Q: I am a really kind person and people (my friends) tell me stuff about themselves and their families that most people would keep to themselves. I do help them to look on the bright side of their problems, but every time they tell me stuff it just reminds my of my own problems, that I’d like to forget, I know its my fault because I’m always smiling and laughing when I’m around them but I really just want to cry, because I’m the kind of person my friends look up to if I show them that I’m sad they automatically start frowning and stuff, and I don’t need that extra sadness around me. What can I do about that?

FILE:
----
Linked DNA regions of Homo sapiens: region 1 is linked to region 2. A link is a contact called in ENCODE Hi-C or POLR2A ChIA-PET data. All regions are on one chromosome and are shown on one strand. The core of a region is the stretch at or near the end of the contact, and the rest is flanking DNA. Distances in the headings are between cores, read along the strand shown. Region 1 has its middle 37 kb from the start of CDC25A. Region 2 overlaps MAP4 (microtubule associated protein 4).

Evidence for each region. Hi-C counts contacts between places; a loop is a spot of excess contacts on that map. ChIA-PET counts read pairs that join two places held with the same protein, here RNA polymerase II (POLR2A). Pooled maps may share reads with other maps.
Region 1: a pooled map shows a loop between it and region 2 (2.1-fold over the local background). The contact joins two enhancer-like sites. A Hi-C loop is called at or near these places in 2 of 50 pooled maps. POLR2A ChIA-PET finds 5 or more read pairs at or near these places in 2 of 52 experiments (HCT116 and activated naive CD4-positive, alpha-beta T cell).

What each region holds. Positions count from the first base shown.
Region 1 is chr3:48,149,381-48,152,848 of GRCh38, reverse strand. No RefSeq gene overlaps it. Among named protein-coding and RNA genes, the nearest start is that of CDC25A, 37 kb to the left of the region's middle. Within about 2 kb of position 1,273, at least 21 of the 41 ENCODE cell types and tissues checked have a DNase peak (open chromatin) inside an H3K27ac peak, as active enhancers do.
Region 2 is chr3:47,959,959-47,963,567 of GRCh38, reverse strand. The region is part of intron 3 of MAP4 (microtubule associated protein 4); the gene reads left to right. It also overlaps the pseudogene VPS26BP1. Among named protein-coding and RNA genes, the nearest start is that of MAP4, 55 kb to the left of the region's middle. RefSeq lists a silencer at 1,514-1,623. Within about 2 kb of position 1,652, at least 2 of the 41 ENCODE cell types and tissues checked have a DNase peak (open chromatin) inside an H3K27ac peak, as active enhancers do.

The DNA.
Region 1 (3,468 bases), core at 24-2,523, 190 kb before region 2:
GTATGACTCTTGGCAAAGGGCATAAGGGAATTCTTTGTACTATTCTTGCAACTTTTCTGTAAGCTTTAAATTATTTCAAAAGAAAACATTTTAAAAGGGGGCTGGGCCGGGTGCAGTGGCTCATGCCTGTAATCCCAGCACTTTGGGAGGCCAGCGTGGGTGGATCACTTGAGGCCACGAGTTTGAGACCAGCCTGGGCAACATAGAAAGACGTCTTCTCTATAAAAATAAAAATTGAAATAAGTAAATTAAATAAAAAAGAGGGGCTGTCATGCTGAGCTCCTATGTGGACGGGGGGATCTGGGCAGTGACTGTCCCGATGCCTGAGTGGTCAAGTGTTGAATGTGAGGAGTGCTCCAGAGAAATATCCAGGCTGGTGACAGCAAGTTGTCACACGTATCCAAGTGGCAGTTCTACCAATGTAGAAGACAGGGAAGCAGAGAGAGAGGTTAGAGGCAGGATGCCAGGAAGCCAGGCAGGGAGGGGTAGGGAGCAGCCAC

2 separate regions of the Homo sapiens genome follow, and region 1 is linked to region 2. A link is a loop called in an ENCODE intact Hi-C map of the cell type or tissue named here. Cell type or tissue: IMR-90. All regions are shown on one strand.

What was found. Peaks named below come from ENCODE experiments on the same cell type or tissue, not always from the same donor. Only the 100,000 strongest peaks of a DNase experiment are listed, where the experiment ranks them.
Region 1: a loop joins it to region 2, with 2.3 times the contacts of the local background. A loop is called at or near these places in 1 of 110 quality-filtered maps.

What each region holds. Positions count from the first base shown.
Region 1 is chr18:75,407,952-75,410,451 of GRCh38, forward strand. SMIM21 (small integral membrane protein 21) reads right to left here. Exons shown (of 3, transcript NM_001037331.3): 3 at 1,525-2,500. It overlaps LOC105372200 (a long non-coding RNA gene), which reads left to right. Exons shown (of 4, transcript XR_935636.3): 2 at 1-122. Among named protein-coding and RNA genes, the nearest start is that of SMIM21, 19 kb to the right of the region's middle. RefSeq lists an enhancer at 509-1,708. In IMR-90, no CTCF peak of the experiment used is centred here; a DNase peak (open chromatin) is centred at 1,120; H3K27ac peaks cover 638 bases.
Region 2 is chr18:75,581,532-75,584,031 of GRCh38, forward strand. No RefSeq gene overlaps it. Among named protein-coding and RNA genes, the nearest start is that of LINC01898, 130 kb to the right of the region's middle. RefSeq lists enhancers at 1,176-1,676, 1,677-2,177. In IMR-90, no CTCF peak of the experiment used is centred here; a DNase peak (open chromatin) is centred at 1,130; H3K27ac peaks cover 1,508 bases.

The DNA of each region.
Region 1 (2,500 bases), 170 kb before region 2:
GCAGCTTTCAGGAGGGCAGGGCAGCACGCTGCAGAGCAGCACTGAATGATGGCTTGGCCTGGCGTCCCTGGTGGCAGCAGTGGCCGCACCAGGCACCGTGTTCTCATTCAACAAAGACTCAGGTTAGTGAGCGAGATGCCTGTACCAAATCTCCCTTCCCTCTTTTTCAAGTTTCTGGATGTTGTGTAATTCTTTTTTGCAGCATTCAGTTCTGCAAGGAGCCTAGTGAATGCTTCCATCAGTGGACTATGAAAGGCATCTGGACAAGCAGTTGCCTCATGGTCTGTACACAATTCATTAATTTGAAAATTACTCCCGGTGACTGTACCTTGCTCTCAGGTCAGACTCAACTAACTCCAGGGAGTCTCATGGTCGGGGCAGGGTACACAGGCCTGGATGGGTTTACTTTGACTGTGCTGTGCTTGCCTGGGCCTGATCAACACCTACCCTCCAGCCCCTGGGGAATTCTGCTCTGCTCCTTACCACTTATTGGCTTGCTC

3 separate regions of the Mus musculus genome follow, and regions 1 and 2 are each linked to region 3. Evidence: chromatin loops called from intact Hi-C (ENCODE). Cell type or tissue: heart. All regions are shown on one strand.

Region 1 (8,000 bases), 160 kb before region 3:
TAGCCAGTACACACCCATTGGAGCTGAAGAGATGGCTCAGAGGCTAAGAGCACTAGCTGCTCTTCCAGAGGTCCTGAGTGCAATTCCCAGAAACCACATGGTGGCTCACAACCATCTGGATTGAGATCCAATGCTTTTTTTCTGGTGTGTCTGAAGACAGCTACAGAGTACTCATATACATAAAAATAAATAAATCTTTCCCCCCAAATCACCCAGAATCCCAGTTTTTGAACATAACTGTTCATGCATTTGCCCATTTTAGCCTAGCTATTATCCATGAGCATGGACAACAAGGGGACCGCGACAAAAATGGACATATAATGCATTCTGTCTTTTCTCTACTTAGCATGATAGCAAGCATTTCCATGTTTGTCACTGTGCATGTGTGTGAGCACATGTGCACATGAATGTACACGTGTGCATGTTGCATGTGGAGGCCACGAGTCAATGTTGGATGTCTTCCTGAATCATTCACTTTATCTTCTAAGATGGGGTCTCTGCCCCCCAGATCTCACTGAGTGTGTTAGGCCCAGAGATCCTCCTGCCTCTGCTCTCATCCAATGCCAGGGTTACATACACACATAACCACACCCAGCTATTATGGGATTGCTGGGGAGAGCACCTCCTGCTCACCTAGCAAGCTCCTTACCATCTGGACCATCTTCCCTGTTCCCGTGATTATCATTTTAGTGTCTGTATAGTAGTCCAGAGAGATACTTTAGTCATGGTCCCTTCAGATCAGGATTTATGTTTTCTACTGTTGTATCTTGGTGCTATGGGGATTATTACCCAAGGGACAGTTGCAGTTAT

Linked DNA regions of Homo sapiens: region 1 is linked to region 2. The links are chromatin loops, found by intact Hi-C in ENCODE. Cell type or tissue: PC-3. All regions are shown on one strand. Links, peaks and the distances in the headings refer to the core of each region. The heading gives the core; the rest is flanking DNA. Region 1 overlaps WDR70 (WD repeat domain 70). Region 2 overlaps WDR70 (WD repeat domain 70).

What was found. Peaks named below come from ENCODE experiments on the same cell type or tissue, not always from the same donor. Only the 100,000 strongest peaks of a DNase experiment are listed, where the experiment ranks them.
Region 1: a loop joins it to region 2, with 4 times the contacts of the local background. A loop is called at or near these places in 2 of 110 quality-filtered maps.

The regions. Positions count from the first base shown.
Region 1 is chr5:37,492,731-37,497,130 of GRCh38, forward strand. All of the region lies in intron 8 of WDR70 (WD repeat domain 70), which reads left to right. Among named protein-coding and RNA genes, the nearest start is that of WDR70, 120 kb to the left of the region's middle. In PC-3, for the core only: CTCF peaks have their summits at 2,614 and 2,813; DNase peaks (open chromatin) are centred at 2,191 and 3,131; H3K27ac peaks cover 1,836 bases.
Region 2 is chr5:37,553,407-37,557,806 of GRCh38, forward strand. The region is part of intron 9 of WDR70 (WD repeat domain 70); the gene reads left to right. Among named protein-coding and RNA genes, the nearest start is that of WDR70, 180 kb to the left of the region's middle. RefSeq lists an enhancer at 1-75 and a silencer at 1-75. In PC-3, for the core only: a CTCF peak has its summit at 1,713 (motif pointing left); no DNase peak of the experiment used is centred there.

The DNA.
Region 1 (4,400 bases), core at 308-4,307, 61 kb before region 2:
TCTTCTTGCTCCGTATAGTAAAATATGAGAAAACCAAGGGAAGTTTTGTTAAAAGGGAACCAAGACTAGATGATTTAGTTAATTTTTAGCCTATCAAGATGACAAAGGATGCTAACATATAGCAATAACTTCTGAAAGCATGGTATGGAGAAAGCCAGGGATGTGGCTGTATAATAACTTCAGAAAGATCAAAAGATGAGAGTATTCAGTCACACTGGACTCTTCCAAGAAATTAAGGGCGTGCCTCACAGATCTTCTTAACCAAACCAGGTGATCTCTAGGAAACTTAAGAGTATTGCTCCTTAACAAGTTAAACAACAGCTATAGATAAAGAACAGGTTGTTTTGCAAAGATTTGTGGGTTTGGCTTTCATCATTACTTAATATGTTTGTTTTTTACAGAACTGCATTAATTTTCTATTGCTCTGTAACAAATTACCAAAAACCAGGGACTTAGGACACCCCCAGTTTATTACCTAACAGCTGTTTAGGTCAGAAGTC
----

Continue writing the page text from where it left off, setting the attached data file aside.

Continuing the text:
A: What you have to do is start being yourself. It is ok to be a good listener and a good friend, but not when you are denying your own feelings to be there for someone else. This is a bad pattern to start and can lead to more severe problems later. Be honest and real with your own feelings and be willing to set boundaries with your friends. It’s ok to say, “I’m sorry that I can’t fully be here for you because I’m having a hard time myself right now,” or some other statement to let people know you are not an endless well of strength and support. Be a good friend to others but a better friend to yourself and things will be easier. I hope this helps. Good luck.
Last reviewed: By John M. Grohol, Psy.D. on 28 Feb 2007
Counts, H. (2007). How can I stay strong for my friends when I can hardly be strong for myself?. Psych Central. Retrieved on September 23, 2014, from http://psychcentral.com/ask-the-therapist/2007/02/28/how-can-i-stay-strong-for-my-friends-when-i-can-hardly-be-strong-for-myself/